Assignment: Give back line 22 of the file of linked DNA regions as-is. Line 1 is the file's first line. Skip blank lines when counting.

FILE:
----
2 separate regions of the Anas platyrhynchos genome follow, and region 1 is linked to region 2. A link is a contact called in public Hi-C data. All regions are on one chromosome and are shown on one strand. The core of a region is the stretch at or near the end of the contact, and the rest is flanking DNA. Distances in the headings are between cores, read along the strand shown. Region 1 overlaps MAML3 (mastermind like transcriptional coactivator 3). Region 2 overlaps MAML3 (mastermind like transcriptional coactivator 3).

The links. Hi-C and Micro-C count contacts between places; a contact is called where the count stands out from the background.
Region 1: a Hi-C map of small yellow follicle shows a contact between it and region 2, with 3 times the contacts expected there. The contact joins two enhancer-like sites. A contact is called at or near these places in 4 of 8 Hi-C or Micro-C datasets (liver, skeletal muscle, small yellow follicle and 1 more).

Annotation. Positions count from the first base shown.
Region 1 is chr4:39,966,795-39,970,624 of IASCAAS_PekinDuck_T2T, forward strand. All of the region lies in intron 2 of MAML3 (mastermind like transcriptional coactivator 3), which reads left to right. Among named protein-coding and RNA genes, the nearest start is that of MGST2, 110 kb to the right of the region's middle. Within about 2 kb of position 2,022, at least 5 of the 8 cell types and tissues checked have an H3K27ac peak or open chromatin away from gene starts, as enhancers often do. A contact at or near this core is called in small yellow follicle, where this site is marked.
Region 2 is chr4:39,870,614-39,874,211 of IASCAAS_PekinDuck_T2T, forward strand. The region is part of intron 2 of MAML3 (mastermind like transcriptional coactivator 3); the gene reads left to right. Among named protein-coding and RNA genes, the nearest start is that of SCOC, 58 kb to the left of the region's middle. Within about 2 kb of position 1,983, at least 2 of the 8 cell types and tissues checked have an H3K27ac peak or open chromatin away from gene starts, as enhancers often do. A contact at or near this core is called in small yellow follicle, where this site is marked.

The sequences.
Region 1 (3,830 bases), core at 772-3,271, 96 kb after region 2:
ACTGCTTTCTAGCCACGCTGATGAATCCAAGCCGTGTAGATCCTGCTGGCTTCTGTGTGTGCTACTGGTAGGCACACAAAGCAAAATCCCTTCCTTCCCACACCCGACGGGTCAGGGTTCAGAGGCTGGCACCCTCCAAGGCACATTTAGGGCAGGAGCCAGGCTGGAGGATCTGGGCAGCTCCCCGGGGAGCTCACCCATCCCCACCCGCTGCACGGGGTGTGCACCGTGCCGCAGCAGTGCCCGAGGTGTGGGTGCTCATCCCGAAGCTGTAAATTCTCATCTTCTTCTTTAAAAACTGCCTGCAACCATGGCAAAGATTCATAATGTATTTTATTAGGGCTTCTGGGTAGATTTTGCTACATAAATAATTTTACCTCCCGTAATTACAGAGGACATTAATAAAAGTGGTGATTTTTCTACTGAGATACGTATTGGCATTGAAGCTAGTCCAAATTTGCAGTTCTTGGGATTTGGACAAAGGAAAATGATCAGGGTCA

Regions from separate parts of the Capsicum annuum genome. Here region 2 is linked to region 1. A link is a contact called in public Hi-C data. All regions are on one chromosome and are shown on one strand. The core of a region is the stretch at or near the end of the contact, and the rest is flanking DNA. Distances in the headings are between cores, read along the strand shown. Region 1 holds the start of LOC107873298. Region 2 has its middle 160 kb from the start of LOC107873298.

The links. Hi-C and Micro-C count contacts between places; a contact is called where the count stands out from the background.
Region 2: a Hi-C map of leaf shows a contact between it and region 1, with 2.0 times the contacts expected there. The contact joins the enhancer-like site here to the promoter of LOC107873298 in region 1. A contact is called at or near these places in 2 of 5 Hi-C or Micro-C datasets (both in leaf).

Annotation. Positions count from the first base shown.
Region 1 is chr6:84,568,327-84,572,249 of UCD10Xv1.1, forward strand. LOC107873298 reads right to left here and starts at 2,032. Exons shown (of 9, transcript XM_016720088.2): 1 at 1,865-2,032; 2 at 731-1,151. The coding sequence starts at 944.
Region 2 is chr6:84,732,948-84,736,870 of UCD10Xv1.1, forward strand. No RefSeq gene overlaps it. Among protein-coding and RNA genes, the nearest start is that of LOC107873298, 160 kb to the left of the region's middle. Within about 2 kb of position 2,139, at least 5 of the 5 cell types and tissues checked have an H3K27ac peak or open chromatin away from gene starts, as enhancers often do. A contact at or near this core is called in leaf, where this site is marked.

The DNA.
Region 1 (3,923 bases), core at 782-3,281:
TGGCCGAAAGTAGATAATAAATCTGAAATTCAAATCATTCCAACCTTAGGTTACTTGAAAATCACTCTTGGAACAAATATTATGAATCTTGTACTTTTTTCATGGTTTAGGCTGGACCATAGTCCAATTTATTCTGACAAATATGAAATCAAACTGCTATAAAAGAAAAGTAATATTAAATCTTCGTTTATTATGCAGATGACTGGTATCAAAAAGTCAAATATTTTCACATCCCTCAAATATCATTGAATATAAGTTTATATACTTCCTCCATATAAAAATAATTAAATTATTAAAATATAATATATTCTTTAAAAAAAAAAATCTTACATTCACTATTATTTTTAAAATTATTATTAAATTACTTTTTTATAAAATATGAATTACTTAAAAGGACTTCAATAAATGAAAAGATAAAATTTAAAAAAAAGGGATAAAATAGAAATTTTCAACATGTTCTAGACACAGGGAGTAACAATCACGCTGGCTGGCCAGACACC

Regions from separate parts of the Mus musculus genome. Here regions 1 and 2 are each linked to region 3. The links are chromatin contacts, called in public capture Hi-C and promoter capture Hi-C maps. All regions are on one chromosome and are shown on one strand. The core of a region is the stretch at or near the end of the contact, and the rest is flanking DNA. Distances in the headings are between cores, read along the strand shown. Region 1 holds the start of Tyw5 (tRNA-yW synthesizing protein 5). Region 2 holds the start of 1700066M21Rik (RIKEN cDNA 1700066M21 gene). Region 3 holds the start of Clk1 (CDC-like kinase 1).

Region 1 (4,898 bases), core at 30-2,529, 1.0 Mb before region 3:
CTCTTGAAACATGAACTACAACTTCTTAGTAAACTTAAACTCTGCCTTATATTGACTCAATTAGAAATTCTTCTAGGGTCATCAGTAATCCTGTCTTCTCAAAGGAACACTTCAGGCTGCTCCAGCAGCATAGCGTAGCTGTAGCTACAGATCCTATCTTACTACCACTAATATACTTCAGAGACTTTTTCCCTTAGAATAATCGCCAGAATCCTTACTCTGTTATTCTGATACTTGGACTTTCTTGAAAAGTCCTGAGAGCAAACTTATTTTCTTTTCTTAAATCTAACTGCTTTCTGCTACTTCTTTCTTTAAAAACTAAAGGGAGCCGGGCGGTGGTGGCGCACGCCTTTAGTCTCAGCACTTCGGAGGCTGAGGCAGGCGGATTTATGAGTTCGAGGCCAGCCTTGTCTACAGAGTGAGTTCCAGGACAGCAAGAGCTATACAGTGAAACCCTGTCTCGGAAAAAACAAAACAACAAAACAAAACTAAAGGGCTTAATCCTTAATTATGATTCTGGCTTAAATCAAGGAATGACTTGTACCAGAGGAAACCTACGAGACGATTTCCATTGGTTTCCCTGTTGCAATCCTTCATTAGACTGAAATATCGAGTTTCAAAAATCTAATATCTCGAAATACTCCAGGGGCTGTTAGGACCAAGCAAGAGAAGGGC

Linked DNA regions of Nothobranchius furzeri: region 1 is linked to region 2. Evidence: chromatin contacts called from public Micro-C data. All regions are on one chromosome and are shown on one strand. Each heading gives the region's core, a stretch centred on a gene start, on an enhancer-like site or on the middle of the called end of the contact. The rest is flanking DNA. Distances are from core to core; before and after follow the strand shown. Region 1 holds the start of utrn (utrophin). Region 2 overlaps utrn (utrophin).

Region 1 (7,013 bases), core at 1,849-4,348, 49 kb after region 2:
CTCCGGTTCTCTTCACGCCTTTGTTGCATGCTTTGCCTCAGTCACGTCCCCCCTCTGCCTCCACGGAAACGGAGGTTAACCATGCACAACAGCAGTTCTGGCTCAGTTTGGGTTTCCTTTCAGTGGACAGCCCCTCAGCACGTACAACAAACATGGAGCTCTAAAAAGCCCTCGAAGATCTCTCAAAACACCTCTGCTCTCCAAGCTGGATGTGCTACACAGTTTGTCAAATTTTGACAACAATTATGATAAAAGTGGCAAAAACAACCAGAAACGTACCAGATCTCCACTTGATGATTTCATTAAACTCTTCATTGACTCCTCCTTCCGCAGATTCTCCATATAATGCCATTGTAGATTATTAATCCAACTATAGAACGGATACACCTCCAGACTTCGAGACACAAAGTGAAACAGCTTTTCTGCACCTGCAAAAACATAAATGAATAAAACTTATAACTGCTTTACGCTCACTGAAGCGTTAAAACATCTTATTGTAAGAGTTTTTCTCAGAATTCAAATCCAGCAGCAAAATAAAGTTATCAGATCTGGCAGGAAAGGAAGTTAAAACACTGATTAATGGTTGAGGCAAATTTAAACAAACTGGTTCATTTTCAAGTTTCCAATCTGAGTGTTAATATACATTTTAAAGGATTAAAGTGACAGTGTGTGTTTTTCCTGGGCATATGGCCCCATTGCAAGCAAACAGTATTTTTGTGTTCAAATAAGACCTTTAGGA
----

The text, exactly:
Linked DNA regions of Nothobranchius furzeri: region 1 is linked to region 2. Evidence: chromatin contacts called from public Micro-C data. All regions are on one chromosome and are shown on one strand. Each heading gives the region's core, a stretch centred on a gene start, on an enhancer-like site or on the middle of the called end of the contact. The rest is flanking DNA. Distances are from core to core; before and after follow the strand shown. Region 1 holds the start of utrn (utrophin). Region 2 overlaps utrn (utrophin).